By Betsy Bruns
To what degree will food shortages plague us in 2022?
So far, I’ve not had any problems finding staples and am holding a vision of plenty of good food and health abundance in the coming year.
Quinoa, beans, lentils, rice, oats, nutritional yeast, condiments, and spices have been in good supply. Not only have most of these items been easy to find, they are affordable, shelf stable, and can keep for years.
2020 was the commencement of supply chain issues that interrupted the business side of commercial food production. Ongoing global events have continued to put pressure on the system.
Egg producers have been feeling the squeeze. Increased expenses (feed, freight, labor costs), supply shortages, and government regulation have put a strain on the bottom line. As a result, producers may be reducing flock sizes, stopping shipping to some states, or selling eggs that were previously sold to consumers now to manufacturers who use them as ingredients in other products. This reduces the eggs available in supermarkets.
Beef and poultry may be harder to find and more expensive because of rising energy costs and labor shortages.
Dairy may be in short supply this year for the similar reasons and because of escalated shortages in grain. Escalating packaging and plastics costs will impact processed dairy options like milks, cheese, and yogurt.
While this may sound like lack and scarcity, what if there could be a silver lining? What if perceived “lack” creates abundance? Could it be possible that a shortage of industrialized animal meat, artery clogging, and hormone infused dairy, processed and chemicalized foods of any matter means that we will gravitate to a more whole-food diet?
What if a grain shortage caused by a conflict in lands far away meant that we favor fruit and whole oats for breakfast instead of processed cereal and pastries?
What if supply chain disruptions motivate us to finally learn how to sprout seeds and beans or grow a garden?
What if lack of beef is the catalyst for finally trying that homemade plant-based meat recipe?
Did you know that during WWII, the British government began a food-rationing program? It started 1940 and ended in 1954. Initially, a few foods were rationed, but more foods were added over the years.
The wartime food shortages forced people to adopt new eating patterns, and most people ate less meat, fat, eggs, and sugar than they had eaten before.
Because people were better fed during wartime food rationing, infant mortality rates declined and the average age at which people died from natural causes increased. In many cases, food scarcities during this time led to health abundance.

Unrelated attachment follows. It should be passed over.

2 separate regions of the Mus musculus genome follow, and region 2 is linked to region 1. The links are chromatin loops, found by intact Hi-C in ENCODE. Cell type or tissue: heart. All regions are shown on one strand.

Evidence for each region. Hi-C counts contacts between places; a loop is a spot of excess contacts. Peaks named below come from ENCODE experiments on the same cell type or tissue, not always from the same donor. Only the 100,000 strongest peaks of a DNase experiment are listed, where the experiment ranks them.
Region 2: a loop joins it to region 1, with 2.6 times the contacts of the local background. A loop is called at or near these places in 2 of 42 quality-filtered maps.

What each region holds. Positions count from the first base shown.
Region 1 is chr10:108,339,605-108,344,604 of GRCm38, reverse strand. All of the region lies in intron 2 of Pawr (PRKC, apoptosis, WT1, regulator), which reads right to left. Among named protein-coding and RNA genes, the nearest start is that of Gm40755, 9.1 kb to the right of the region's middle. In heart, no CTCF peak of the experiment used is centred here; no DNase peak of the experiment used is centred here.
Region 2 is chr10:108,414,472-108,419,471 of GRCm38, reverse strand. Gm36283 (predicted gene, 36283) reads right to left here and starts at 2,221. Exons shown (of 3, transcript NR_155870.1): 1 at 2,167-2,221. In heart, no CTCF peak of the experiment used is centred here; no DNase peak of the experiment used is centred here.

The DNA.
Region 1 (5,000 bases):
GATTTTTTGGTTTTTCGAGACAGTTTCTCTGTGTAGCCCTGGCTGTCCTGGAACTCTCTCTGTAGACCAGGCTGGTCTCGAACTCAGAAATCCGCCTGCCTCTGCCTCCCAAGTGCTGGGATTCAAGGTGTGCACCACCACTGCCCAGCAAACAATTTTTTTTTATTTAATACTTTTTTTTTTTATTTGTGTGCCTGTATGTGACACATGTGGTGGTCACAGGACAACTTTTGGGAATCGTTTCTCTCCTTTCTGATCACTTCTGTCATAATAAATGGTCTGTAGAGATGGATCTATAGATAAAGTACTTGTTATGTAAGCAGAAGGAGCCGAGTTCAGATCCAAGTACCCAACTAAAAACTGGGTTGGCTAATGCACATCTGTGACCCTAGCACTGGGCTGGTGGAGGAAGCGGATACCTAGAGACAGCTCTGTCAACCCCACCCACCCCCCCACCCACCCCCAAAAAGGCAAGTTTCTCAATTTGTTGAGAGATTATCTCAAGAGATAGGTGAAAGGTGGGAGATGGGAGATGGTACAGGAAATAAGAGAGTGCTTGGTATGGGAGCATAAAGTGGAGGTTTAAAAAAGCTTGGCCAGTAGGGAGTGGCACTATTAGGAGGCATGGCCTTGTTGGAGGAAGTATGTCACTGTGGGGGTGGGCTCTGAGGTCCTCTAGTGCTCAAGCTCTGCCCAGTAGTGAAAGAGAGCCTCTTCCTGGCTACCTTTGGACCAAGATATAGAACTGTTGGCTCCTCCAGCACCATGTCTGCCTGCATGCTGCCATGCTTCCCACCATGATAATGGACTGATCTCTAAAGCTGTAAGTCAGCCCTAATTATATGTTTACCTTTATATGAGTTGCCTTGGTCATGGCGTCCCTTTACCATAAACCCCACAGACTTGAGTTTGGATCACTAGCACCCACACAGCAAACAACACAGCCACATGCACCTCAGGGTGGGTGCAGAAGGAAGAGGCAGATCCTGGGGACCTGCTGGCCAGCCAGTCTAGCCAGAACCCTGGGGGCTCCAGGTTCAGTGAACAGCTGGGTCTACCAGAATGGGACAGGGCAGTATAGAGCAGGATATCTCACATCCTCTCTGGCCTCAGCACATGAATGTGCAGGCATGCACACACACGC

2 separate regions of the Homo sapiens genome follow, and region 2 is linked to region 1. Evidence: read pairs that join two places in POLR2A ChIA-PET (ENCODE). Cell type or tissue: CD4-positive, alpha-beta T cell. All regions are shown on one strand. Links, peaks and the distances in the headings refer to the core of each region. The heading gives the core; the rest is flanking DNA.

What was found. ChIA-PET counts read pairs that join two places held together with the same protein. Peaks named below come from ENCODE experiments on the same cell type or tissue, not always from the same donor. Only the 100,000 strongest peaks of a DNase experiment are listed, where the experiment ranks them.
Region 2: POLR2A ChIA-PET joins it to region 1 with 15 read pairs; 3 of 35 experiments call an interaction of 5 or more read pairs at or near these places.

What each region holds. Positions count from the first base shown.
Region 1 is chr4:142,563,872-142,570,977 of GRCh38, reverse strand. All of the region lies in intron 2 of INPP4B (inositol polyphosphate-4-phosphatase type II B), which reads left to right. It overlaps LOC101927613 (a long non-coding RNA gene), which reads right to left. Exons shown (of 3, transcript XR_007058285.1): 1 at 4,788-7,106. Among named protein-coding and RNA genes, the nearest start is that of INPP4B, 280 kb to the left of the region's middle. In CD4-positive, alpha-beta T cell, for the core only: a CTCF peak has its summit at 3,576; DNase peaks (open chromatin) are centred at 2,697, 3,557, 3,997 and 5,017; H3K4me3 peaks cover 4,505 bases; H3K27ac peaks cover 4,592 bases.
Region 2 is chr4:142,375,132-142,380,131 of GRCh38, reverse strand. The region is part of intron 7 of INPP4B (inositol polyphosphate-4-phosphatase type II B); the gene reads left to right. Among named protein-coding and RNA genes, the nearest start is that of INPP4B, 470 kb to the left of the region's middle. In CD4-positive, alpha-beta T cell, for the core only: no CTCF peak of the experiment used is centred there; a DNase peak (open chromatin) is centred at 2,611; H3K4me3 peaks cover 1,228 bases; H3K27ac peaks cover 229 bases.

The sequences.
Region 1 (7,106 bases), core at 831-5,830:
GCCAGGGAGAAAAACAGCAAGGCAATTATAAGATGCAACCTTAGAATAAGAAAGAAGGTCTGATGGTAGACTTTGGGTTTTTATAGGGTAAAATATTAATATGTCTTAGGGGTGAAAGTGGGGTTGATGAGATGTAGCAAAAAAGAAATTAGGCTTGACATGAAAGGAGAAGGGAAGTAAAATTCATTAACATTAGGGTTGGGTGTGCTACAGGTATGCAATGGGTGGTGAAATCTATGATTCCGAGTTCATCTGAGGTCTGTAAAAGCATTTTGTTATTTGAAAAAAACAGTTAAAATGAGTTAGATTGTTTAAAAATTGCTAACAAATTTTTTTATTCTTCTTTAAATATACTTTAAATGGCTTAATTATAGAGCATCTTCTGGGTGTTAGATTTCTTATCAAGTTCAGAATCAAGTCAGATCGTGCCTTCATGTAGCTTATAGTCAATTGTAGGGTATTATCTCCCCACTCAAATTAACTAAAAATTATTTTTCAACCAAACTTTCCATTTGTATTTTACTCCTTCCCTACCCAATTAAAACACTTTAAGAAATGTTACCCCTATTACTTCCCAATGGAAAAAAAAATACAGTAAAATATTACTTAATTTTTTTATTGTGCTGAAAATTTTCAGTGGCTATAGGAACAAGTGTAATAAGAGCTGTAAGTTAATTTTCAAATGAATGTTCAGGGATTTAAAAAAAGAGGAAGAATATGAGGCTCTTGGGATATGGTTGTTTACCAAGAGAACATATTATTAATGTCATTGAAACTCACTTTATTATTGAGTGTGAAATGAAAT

Lentil Walnut Taco Meat
I served this at a party this week and got rave reviews. If meat gets too expensive or hard to find, the answer to, “Where’s the beef?” is homemade plant-based burger meat.
1 cup uncooked brown or green lentils (you will use 2 cups of cooked lentils) or 1 can of cooked lentils.
1 cup walnut pieces, toasted
1½ teaspoons dried oregano
1½ teaspoons ground cumin
1½ teaspoons chili powder
½ teaspoon fine grain sea salt, or to taste
1½ tablespoons extra-virgin olive oil (or aquafaba – AKA bean juice)
Cook the lentils: Rinse lentils in a fine mesh sieve. Add the lentils to a medium pot along with a few cups of water. Bring to a boil, reduce heat to medium, and simmer for 20 to 25 minutes until tender (cook time will vary depending on the type of lentils you use — see package). Drain excess water.
Toast the walnuts: Preheat oven to 300°F. Add walnuts onto a rimmed baking sheet and toast for 10 to 13 minutes, watching closely, until lightly golden and fragrant. Set aside to cool for a few minutes.
Prepare the taco meat: Add 2 cups of cooked lentils and all the toasted walnuts into a food processor and pulse until chopped (make sure to leave texture). Return them to the pot and stir in the oregano, cumin, chili powder, salt, oil, and the water (if needed) until combined. Warm to desired heat.
Makes 2 1/2 cups
Serve as desired!
Vegan Egg Salad
If eggs are in limited supply, you don’t have to go without a good old egg-salad sandwich. Stock up on the core ingredients so that you can always whip together this comforting dish. Black salt, also called kala namak, is key to replicating the eggy taste.
1 can or 1.5 cups of chickpeas, drained
¼ cup vegan mayo
½ small, sweet or red onion, finely chopped
1 rib celery finely chopped
2 tablespoons pickle relish
1 tablespoon mustard
¼ teaspoon turmeric (optional)
¾ -1 teaspoon black salt (also called kala namak), or to taste
1 teaspoon black pepper, or to taste
Mash chickpeas with a fork, potato masher, or in a food processor until no whole chickpeas are left. In a medium mixing bowl, add in remaining ingredients.
Taste and adjust seasonings to your preference.
Recipe and photo by Betsy Bruns
Recipe and photo PCRM
Betsy Bruns is a plant-based health coach and Emotional Freedom Technique (EFT) practitioner. When she isn’t making healing food taste like comfort food or helping clients tap away stress and cravings with EFT, she’s soaking up nature and dreaming of ways to make life more delicious for all beings. Visit www.Vegsetter.com.